Test 73, Section 2, Question 22 - Strengthen
Because the native salmon in Lake Clearwater had nearly disappeared, sockeye salmon were introduced in 1940. After being introduced, this genetically uniform group of sockeyes split into two distinct populations that do not interbreed, one inhabiting deep areas of the lake and the other inhabiting shallow areas. Since the two populations now differ genetically, some researchers hypothesize that each has adapted genetically to its distinct habitat.
Which of the following, if true, most strongly supports the researchers’ hypothesis?
Neither of the two populations of sockeyes has interbred with the native salmon.
When the native salmon in Lake Clearwater were numerous, they comprised two distinct populations that did not interbreed.
Most types of salmon that inhabit lakes spend part of the time in shallow water and part in deeper water.
One of the populations of sockeyes is virtually identical genetically to the sockeyes originally introduced in 1940.
The total number of sockeye salmon in the lake is not as large as the number of native salmon had been many years ago.
The argument claims that, because a genetically uniform group of sockeyes introduced into Lake Clearwater in 1940 has now separated into two genetically distinct populations that don’t interbreed, the two populations must each have “adapted genetically” to its environment. We’re asked to strengthen that claim.
With these Strengthen questions, we’re generally looking for one of two things. We either want to show that the argument follows logically from the premises, or we want to defend the argument against some counterargument.
Here are my predictions for this question:
1) “When species branch into two distinct populations, it’s often/always because they have adapted to their environments.”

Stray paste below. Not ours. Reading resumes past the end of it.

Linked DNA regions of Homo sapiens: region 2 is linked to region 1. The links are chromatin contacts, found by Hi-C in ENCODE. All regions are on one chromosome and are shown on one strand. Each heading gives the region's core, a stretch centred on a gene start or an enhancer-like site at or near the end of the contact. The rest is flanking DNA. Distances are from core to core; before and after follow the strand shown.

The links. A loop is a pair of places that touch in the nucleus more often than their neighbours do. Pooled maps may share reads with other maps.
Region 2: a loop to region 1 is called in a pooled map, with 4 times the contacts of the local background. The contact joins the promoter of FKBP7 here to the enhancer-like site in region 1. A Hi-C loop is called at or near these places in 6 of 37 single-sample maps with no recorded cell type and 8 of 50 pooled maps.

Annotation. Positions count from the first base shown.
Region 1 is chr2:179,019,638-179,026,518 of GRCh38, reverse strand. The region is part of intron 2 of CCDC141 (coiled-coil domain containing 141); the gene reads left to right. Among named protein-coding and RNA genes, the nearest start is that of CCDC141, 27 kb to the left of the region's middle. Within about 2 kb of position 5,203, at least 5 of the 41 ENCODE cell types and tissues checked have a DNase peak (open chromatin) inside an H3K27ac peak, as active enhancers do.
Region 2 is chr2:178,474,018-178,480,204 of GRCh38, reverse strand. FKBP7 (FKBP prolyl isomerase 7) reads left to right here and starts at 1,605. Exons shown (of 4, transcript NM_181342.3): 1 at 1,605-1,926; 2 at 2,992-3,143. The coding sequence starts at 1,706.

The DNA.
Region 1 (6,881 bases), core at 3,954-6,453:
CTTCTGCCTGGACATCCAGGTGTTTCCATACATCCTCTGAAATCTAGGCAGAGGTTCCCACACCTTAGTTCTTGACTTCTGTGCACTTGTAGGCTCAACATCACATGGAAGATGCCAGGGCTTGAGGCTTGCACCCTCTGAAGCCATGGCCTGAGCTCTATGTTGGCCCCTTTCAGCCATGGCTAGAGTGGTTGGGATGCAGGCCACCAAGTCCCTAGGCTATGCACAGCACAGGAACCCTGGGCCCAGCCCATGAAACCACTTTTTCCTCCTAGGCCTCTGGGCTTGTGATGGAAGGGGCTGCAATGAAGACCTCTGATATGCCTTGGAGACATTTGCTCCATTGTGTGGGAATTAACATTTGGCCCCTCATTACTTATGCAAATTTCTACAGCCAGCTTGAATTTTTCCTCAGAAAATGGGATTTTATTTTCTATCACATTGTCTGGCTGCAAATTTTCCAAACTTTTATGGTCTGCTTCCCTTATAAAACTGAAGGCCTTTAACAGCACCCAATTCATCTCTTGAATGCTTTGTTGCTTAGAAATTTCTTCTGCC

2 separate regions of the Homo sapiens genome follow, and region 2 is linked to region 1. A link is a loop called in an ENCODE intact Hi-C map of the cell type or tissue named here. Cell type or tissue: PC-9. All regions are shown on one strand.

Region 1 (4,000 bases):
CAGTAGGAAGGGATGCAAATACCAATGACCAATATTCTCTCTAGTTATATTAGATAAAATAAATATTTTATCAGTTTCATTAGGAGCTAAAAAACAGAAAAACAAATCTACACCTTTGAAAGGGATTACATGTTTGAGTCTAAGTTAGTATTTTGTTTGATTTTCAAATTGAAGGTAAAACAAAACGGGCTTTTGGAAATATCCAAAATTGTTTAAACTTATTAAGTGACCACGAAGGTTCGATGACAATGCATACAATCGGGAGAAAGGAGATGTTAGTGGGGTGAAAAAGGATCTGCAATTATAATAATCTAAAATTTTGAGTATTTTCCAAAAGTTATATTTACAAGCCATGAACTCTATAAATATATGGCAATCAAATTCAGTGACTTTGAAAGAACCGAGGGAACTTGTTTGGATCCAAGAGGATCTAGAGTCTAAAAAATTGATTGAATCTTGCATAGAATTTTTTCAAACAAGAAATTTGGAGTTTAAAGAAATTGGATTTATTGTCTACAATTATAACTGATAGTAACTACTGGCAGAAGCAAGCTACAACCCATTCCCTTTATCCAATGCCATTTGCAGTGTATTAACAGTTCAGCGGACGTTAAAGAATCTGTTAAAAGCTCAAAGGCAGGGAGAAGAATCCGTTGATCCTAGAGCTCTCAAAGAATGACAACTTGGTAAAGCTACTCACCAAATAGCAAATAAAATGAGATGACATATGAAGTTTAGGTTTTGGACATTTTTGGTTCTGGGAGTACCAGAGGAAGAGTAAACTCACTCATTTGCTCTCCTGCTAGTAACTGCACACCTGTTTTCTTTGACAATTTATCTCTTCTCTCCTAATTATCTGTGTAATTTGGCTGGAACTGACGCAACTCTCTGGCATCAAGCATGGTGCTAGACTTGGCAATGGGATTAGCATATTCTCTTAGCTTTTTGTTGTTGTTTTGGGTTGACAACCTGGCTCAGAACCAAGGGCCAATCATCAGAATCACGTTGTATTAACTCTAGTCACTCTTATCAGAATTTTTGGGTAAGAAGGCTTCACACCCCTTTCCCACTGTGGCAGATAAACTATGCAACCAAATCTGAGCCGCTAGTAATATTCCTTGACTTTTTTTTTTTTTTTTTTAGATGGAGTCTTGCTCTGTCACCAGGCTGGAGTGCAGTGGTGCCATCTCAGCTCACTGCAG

2) "An answer that rejects any number of potential counterarguments like, “neither of the sockeye populations was tested by scientists in ways that would alter their genetics.”
A. Great answer, right off the bat. A devastating weakener to this logic might have been, “No, dummy—they didn’t ‘adapt genetically’ to their deep-water or shallow-water environments; it’s just that some of them started mating with the native salmon in the lake, thereby becoming genetically distinct from the ones that didn’t.” I didn’t predict this attack, but when reading this answer, I’m like “oh dang—this answer defends the argument against that attack.” This is a defensive strengthened. As long as I can eliminate B–E, this will be the answer.
B. I don’t see how this explains why this new species is genetically distinct. It says the native species had two distinct populations. This native species might have been distinct because they, themselves, adapted to the environment of the lake. We just don’t know. In order to make B a strengthener at all, we have to assume that the native species were genetically distinct not because of their environment. We don’t have enough information to assume that. Even if we did assume that, we don’t care about the old native species. They could have genetically distinct for any number of reasons, and that wouldn’t say anything about the new sockeye salmon. The researchers didn’t make a case for why the native salmon were distinct, just the new sockeyes.
C. Who cares? This does nothing to change the argument. Think about it this way. If most salmon didn’t spend time in the deep and shallow ends of the lake, would that weaken the researchers’ argument? Not at all, since what we’re concerned with is these new sockeyes. We want to know why these sockeyes are genetically distinct.
D. This is the opposite of what we’re looking for. If one of the sockeye species is virtually identical to the originals from 1940, then one of the sockeyes didn’t genetically change. And if one of the sockeyes didn’t genetically change, they didn’t adapt to their environment. If anything, this weakens the argument.
E. We don’t care about the total number of salmon. Numbers of salmon don’t have anything to do with why the two populations of sockeyes are genetically distinct.
In a Strengthen question, stronger is better, but none of the other answers do anything to strengthen the researchers’ argument. A isn’t an offensive strengthener that helps the argument prove its conclusion based on the facts, but it’s still the best answer because at least it defends the argument against the attack of “how do you know some of them didn’t just get it on with the local salmon.” Since A defends the argument against one potentially devastating problem, A is our answer.